The Mariners spent last winter attempting to rebuild their image by bringing in hitters who can actually produce, while moving the fences at Safeco in to further emphasize that fact. Whether it has worked or not is up for debate, but they've moved on to phase two of this plan, and are targeting free agent sluggers Carlos Beltran and Nelson Cruz, according to ESPN's Buster Olney.
Olney wonders if elite free agents will sign with the Mariners, but the groundwork of a year ago should help them in their cause. Safeco is still pitcher-friendly, but it's not the death trap for offense it once was in the days of Adrian Beltre: Seattle Mariner. Most importantly, though, the Mariners have money to spend, and that will win them points on the free agent market: Seattle has just $33 million in guaranteed salary in 2014, giving a team that just five years ago featured a $117 million Opening Day payroll plenty of room to play with. Carlos Beltran is looking for more than a two-year deal, and was already making $13 million per season on his last contract. Nelson Cruz might not demand the same per-year money as Beltran, but at 33 years old, he will command a lengthier -- and still expensive -- deal. The M's have the funds for either -- or both -- and that could go a long way towards erasing any doubts a free agent might have about Seattle and their chances at success.
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The Mariners need help in order to be competitive, but unlike in recent seasons, there is at least a core in place to build around. It's not just the land of Felix Hernandez anymore, as the Mariners also feature third-place Cy Young finisher Hisashi Iwakuma and top prospect Taijuan Walker in their rotation. The lineup has holes, sure, but young position players like Kyle Seager, Justin Smoak, Mike Zunino, Brad Miller, and Nick Franklin represent hope that hasn't been seen on the Mariners' roster for years now. Veteran, game-changing pieces like Beltran and Cruz could go a long way towards closing the gap between the Mariners and the top clubs of the AL West. Or, at the least, get them closer to wild card contention.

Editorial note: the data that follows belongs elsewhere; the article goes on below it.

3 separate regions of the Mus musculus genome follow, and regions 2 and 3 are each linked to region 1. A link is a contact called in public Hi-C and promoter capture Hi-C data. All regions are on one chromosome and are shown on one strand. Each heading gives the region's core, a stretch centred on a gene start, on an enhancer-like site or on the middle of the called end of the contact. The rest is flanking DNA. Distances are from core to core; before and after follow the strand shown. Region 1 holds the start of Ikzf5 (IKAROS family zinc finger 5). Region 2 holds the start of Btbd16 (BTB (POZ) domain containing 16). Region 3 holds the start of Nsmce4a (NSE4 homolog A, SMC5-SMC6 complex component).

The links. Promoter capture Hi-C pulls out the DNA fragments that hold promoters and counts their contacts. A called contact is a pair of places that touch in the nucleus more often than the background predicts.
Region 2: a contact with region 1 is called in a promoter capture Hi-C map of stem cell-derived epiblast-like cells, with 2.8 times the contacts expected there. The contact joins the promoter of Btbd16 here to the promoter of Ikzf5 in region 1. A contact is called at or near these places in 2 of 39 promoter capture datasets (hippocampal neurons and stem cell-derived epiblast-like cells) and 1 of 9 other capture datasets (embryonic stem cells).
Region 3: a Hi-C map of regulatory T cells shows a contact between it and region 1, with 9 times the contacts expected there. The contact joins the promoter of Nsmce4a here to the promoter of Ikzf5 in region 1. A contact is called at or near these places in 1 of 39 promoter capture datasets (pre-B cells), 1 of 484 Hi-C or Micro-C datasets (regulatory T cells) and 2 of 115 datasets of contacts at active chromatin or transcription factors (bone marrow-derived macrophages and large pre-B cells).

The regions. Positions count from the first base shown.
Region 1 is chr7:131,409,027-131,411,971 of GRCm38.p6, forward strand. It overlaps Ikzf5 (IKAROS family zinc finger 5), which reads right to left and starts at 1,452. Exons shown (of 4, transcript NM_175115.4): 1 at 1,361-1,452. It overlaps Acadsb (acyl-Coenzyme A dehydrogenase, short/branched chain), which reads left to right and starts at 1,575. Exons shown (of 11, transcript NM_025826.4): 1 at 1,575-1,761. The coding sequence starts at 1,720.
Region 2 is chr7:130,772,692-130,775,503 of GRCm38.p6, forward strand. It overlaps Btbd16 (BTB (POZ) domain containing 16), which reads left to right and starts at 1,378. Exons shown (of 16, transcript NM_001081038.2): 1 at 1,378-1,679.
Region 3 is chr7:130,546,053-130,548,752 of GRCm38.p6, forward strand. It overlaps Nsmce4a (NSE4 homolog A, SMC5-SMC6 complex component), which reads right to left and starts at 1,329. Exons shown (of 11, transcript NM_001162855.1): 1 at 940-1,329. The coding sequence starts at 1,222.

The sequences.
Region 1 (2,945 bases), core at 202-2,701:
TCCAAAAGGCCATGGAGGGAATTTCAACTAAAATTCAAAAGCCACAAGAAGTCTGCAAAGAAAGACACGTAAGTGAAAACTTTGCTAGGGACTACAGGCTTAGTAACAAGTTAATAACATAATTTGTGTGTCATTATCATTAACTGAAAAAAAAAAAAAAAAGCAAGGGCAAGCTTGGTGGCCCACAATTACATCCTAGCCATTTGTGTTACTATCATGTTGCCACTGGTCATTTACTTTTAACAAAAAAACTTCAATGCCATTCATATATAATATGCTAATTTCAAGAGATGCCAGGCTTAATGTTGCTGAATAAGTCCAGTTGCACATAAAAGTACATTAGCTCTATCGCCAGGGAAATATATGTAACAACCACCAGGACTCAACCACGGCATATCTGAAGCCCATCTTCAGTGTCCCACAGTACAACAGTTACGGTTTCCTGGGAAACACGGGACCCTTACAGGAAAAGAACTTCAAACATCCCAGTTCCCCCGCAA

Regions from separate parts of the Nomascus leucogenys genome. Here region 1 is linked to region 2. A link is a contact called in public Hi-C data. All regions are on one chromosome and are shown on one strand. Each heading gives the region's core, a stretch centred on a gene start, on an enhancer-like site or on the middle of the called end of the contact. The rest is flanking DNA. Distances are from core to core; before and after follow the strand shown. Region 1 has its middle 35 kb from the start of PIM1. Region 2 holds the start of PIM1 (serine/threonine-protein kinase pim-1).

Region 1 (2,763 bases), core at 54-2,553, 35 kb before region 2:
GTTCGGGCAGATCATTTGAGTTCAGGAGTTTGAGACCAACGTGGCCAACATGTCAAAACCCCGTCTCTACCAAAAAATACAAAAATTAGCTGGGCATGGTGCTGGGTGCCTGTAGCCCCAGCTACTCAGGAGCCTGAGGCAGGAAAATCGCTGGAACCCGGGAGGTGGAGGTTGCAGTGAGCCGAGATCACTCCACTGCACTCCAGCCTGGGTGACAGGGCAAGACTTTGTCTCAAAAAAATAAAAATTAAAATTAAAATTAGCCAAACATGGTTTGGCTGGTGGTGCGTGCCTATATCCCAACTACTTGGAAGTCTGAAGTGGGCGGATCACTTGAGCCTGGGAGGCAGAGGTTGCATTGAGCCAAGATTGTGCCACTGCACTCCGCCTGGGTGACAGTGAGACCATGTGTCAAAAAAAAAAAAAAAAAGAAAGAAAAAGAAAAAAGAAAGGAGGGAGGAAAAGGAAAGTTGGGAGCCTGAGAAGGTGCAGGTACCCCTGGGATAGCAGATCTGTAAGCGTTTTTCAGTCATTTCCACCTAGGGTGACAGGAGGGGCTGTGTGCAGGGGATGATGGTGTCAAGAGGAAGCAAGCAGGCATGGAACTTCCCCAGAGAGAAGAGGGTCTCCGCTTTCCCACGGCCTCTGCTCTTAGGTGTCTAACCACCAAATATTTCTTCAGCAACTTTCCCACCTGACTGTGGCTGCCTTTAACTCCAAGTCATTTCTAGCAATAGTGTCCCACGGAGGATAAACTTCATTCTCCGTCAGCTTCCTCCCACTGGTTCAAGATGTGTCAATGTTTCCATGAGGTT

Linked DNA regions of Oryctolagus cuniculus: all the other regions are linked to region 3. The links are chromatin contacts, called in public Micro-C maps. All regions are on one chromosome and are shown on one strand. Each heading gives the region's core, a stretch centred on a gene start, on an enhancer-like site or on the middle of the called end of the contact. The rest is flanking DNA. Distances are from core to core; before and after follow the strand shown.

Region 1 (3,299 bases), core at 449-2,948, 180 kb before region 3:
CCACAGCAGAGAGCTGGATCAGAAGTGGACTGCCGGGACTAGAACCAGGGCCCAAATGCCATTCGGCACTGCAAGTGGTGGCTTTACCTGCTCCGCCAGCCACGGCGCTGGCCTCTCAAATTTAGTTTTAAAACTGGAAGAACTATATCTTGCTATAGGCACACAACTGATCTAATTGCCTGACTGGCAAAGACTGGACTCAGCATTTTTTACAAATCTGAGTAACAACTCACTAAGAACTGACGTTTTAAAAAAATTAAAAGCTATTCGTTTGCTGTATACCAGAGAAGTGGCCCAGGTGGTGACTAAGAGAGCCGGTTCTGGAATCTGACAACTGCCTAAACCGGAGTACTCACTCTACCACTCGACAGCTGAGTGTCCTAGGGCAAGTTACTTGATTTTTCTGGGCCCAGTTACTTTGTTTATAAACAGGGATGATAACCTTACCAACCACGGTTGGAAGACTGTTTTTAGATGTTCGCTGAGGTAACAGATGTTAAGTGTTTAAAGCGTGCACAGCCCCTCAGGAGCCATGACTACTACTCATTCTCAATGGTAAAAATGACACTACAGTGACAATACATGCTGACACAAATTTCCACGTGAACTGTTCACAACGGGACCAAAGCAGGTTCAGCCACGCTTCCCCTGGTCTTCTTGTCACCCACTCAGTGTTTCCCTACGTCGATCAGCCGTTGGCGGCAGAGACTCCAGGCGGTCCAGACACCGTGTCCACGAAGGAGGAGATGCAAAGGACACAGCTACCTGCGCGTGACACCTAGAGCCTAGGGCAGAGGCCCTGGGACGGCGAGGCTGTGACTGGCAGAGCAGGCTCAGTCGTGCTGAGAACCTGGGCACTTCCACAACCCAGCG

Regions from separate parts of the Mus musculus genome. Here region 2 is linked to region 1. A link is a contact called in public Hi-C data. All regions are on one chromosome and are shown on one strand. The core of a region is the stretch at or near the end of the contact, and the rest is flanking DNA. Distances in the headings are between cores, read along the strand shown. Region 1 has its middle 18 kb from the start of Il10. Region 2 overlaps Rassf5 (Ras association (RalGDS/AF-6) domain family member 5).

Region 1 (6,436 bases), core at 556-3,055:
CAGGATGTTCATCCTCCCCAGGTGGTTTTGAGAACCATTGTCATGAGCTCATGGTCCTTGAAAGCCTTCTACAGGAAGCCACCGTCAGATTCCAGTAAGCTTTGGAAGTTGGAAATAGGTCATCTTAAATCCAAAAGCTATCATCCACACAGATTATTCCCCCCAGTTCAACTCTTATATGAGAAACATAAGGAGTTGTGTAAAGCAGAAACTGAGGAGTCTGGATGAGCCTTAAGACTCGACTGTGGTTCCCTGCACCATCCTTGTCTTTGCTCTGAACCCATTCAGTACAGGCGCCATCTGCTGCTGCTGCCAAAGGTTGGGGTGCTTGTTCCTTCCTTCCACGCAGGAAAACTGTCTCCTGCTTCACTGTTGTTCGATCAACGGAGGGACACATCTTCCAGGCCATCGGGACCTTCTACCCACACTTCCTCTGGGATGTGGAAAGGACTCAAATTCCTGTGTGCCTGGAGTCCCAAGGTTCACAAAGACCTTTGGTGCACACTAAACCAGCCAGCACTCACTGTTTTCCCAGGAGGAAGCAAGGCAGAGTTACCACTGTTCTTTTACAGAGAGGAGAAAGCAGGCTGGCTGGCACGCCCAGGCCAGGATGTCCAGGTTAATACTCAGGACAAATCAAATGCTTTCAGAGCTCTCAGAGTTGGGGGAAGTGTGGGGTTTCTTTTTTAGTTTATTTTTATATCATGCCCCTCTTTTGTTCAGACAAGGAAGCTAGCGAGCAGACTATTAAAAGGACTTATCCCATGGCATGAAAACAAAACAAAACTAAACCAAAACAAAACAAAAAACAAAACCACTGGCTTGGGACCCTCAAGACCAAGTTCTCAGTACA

Beltran would certainly be a step in the right direction, despite his age. He hit a combined .282/.343/.493 over two years with the Cardinals, and his worst season since 2006 still produced an above-average offensive line. Cruz, however, could be a different story, as he's relied heavily on hitter-friendly Texas during his career -- his .242/.299/.435 career road line should be a red flag for suitors.
Seattle likely won't stop with just Beltran or Cruz, if they manage to snare one. They submitted the qualifying offer to last year's designated hitter, Kendrys Morales, and that designation may keep him from signing elsewhere. If he does end up with another team, though, the Mariners will receive a compensatory 2014 first-round draft pick, which would help alleviate the acquisition cost of Beltran or Cruz to a degree: both of those players received qualifying offers from their respective teams.